farrell: but then ultimately the tension that was heard at the end was one of simplicity, of redemption, of forgiveness. to get over regret, I guess, you have to forgive yourself; but if you live in it that long, it can almost become a sin against yourself, depending on how it’s articulated. everyone got a second chance.

curtis: these two movies are about the human condition. and here we are, sitting in velvet chairs in a faux mid-century coffee shop talking to each other. and there are actors running down hollywood boulevard, very close to here, trying to get a part.

farrell: three spidermans. ninety-nine percent of us are unemployed.

curtis: I’m unemployed today. I like to tell people that I am an independent actor, which means that I am an unemployed actor.

farrell: if someone says, “I have a script,” I say, “I’m close.”

curtis: but aren’t you going to play penguin?

farrell: yeah.

curtis: well, that’s a job.

farrell: I did it in a movie. I hope to do it for television in February or March. then I’ll be employed.

curtis: I don’t have a job. I don’t have anything.

farrell: do you have any thoughts on the legacy? what does the legacy mean to you on your journey?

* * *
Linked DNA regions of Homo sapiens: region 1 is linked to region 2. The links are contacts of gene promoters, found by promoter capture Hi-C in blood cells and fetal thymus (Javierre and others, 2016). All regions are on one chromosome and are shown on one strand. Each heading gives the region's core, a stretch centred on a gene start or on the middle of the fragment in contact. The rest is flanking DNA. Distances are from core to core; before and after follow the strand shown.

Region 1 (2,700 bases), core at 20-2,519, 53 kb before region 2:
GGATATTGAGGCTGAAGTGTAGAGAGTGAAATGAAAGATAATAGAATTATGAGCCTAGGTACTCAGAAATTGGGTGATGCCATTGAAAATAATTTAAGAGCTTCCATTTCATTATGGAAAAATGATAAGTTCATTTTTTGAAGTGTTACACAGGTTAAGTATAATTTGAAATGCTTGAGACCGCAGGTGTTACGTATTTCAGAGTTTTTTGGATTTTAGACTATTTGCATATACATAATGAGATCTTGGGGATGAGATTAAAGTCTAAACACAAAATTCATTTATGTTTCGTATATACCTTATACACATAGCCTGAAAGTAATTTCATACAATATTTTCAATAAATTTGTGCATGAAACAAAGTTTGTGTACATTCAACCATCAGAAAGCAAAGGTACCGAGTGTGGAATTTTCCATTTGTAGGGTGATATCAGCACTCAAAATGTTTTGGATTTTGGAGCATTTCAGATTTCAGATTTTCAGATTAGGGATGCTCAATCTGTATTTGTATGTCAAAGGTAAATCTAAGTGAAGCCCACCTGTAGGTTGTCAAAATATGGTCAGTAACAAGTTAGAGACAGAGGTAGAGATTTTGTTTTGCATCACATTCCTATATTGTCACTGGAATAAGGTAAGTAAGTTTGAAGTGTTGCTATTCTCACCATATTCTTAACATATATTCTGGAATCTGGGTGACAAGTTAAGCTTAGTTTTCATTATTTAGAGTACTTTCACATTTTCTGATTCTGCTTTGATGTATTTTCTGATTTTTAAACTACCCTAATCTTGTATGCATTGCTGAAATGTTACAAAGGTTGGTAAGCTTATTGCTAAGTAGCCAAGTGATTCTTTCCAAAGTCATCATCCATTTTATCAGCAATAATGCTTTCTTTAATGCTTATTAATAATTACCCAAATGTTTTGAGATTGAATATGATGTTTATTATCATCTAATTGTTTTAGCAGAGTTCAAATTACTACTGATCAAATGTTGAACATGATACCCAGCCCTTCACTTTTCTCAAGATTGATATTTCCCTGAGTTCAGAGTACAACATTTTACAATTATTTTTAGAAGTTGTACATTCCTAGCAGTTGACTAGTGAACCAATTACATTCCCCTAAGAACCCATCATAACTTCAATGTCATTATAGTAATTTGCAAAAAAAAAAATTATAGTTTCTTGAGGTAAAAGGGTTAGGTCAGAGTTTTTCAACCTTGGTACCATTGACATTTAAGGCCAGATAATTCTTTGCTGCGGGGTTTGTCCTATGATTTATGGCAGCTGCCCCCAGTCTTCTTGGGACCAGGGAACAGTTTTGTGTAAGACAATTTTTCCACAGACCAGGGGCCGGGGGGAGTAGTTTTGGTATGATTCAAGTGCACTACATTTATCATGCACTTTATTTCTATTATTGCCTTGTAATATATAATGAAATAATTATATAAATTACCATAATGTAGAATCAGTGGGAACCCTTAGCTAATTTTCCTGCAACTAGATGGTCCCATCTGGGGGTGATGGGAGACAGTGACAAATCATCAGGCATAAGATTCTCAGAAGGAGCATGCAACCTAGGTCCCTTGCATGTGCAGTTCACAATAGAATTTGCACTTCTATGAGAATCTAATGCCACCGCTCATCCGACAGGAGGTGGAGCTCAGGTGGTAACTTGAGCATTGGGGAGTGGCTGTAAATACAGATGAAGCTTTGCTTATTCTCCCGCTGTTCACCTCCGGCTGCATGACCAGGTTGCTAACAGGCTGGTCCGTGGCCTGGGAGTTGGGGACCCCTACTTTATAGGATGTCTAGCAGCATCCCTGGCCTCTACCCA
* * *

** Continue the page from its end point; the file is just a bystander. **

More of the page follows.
curtis: I think about it a lot. Being sober is going to be a legacy, for sure. because I am stopping what has been a generational issue in my biological family. It’ll be the best I do, if I can stay sober. because generations of people have had their lives ruled and ruined by alcoholism and drug addiction. for me, sobriety first. always.

farrell: the only reason art exists is because it is an expression of the human condition. and no matter what blessings I have or what riches I experience in my life, I have no more and no less of the human condition than the gentleman who is living without a roof over his head. we are in exactly the same place internally.

curtis: and that’s the gift of sobriety, is that the rules apply to you as they apply to other people. that is the legacy: make friends and love your people very well. and bringing art here. I have seen “tár”. and although she is a complicated character, lydia tár, the music through which she is communicating was written a long time ago and still is. . .

farrell: . . . resonates.

curtis: . . . it moves us and that is the beauty of art.

farrell: but as picturesque as it is, life is the great art, isn’t it? I love my children with the heart of an artist, a heart that is open, that is not afraid of pain, that aspires to joy, not with a clenched fist, not with a white knuckle, but with an open hand. no one can tell another person what is and what is not art. some critics do, and that’s their way. good luck to them. but art is everywhere.